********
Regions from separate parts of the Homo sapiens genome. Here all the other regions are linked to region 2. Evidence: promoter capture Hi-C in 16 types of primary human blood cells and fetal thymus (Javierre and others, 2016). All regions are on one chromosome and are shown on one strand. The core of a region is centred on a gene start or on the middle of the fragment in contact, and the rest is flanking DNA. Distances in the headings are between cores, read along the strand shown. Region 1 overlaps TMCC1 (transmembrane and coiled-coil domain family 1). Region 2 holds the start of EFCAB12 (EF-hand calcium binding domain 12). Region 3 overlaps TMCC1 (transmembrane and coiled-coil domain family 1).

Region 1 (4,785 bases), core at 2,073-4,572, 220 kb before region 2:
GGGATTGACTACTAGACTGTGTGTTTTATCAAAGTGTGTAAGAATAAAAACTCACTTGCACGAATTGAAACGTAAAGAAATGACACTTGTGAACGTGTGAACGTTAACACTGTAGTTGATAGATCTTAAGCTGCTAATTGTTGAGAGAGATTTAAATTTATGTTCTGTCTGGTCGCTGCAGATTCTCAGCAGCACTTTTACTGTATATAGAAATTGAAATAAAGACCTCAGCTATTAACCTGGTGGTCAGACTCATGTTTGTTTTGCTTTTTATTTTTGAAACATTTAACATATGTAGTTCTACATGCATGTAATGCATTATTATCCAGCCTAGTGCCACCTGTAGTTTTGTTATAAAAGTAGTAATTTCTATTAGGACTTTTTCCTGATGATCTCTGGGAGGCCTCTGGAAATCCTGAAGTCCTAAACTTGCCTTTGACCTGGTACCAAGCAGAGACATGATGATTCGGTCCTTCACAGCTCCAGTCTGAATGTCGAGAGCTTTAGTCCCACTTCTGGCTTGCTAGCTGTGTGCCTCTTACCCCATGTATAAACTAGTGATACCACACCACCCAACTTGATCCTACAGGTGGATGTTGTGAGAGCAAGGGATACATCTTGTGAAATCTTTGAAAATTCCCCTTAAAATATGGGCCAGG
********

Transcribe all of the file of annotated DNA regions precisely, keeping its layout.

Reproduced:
Regions from separate parts of the Homo sapiens genome. Here all the other regions are linked to region 2. Evidence: promoter capture Hi-C in 16 types of primary human blood cells and fetal thymus (Javierre and others, 2016). All regions are on one chromosome and are shown on one strand. The core of a region is centred on a gene start or on the middle of the fragment in contact, and the rest is flanking DNA. Distances in the headings are between cores, read along the strand shown. Region 1 overlaps TMCC1 (transmembrane and coiled-coil domain family 1). Region 2 holds the start of EFCAB12 (EF-hand calcium binding domain 12). Region 3 overlaps TMCC1 (transmembrane and coiled-coil domain family 1).

Region 1 (4,785 bases), core at 2,073-4,572, 220 kb before region 2:
GGGATTGACTACTAGACTGTGTGTTTTATCAAAGTGTGTAAGAATAAAAACTCACTTGCACGAATTGAAACGTAAAGAAATGACACTTGTGAACGTGTGAACGTTAACACTGTAGTTGATAGATCTTAAGCTGCTAATTGTTGAGAGAGATTTAAATTTATGTTCTGTCTGGTCGCTGCAGATTCTCAGCAGCACTTTTACTGTATATAGAAATTGAAATAAAGACCTCAGCTATTAACCTGGTGGTCAGACTCATGTTTGTTTTGCTTTTTATTTTTGAAACATTTAACATATGTAGTTCTACATGCATGTAATGCATTATTATCCAGCCTAGTGCCACCTGTAGTTTTGTTATAAAAGTAGTAATTTCTATTAGGACTTTTTCCTGATGATCTCTGGGAGGCCTCTGGAAATCCTGAAGTCCTAAACTTGCCTTTGACCTGGTACCAAGCAGAGACATGATGATTCGGTCCTTCACAGCTCCAGTCTGAATGTCGAGAGCTTTAGTCCCACTTCTGGCTTGCTAGCTGTGTGCCTCTTACCCCATGTATAAACTAGTGATACCACACCACCCAACTTGATCCTACAGGTGGATGTTGTGAGAGCAAGGGATACATCTTGTGAAATCTTTGAAAATTCCCCTTAAAATATGGGCCAGG